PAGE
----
He's All That

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Tanner Buchanan and Addison Rae in He's All That.
Tanner Buchanan and Addison Rae in He's All That.
Photo: Kevin Estrada/Netflix


He's All That




1/5 Stars


An influencer specialising in makeovers bets she can transform an unpopular classmate into prom king in the remake of the teen classic She's All That.


She's All That is one of my all-time favourite teen rom-coms, so I was pretty stoked when I heard there was a Netflix remake on the way. "Be silent, be still," I told my excited self. Sadly, that's exactly what I was for all 91 minutes of the tired, uninspired and shallow He's All That.

The movie follows the exact same storyline as the '90s classic. Padgett (Addison Rae), the equivalent of Freddie Prinze Jnr's Zach, is an influencer who, after a very public breakup, enters a bet with her mean friend that she can transform the school's biggest loser, Cameron (Tanner Buchannan) into prom king. Padgett ends up falling for Cameron, of course, only for him to find out he was a bet – yes, "a fucking bet!" The film ends pretty much the same way, too, with Padgett a suddenly transformed influencer, and though I appreciated all the She's All That references down to appearances by Rachel Leigh Cook and Matthew Lillard; unfortunately, that's where the joy of this movie ended for me.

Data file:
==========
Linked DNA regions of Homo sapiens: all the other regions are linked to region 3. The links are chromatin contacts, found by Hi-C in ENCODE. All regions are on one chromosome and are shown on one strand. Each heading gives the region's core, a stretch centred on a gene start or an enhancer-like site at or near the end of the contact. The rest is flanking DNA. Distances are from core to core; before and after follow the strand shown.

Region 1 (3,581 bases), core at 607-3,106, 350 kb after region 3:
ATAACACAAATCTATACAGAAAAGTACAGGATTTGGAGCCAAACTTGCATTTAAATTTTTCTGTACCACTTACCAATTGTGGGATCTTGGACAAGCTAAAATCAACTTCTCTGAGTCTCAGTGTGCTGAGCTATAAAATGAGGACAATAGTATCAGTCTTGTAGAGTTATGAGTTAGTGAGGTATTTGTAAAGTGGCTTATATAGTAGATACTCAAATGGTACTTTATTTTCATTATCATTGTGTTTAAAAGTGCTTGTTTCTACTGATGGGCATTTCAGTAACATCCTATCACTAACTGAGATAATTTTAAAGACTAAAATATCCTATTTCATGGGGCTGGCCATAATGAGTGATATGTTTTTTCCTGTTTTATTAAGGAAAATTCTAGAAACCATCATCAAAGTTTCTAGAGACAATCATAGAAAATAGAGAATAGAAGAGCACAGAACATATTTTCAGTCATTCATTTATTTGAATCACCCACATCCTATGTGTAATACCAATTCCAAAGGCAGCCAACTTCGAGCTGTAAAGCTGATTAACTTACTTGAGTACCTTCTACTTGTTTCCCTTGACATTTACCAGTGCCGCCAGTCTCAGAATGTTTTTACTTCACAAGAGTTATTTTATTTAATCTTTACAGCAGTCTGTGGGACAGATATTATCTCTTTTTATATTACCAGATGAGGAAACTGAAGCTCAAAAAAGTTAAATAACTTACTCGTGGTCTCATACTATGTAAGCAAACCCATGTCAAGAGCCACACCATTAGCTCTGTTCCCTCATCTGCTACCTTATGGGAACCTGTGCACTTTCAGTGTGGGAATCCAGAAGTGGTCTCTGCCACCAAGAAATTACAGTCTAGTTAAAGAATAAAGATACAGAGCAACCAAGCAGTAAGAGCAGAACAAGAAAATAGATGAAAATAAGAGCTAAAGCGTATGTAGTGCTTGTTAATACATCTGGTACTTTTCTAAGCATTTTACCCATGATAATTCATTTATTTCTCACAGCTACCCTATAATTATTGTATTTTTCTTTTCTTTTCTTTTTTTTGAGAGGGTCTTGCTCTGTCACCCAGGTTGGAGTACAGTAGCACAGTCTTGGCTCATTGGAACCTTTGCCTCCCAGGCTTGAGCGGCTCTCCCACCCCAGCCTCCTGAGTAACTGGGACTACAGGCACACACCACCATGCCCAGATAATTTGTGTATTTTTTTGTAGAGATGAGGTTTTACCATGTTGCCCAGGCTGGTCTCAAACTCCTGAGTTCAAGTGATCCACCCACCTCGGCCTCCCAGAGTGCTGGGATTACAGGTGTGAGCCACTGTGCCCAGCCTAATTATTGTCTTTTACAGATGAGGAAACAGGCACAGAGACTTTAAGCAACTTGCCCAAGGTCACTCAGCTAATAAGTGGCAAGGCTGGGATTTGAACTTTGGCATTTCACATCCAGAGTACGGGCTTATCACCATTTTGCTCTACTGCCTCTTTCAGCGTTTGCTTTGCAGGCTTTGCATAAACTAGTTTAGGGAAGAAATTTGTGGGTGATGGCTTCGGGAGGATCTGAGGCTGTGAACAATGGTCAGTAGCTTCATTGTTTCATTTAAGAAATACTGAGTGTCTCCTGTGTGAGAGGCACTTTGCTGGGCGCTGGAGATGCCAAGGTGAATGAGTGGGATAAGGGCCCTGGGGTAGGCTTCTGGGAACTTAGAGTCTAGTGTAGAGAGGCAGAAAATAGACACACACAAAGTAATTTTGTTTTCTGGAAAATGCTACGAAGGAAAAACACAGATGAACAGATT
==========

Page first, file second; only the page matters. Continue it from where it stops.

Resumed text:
Though they tried their best to make the characters more relevant, we're tired of the best friend who turns out to be a bitchy, backstabbing mean girl. And even though the film clearly tries not to stray from the original plot, the problematic themes and storyline didn't age well; and the very iconic scenes we've come to know from the original fell flat.

You can't base a whole movie around one makeover only for the montage to see Addison Rae trimming a few split ends. What was she shaving on his face? Are you telling me the guy let himself go for years only to grow some stubble? Please.

Much like Cameron's makeover, which should've been the equivalent of Laney Boggs' forever-in-our-hearts reveal to Sixpence None The Richer's Kiss Me, the movie was a big letdown. It kind of reminds me of those straight to TV sequels or films like Mean Girls 2 – ironically, this film was directed by Mean Girls' Mark Waters – with a sloppy edit and younger cast who just do not deliver with their performances. There's a horse-riding moment between Padgett and Cameron where they start falling for one another, but their laughter's so fake and forced it's difficult to believe Rae and Buchannan have any chemistry – or previous acting experience. This film just can't compete with the original.

I do think the latter will at least see the film have some kind of success, though. Casting Addison Rae – who wasn't completely terrible – as the lead will attract a whole new audience. Likely, the same viewers who'll appreciate the Kissing Booth films and all its feel-good, fluffy glory. And hey, that isn't necessarily a bad thing. The cutesy moments, albeit very few of them, will at least entertain, and for the most part, it's pretty harmless.

Would I watch another film by a TikTok star anytime soon, though? Probably not. But Addison Rae will undoubtedly familiarise Gen-Z cool kids looking for something to stream on Netflix with a version of the '90s film I love so much; I can read the dialogue back to you verbatim. Sadly, it's vapour; it's spam – it's just not the She's All That remake we deserve.


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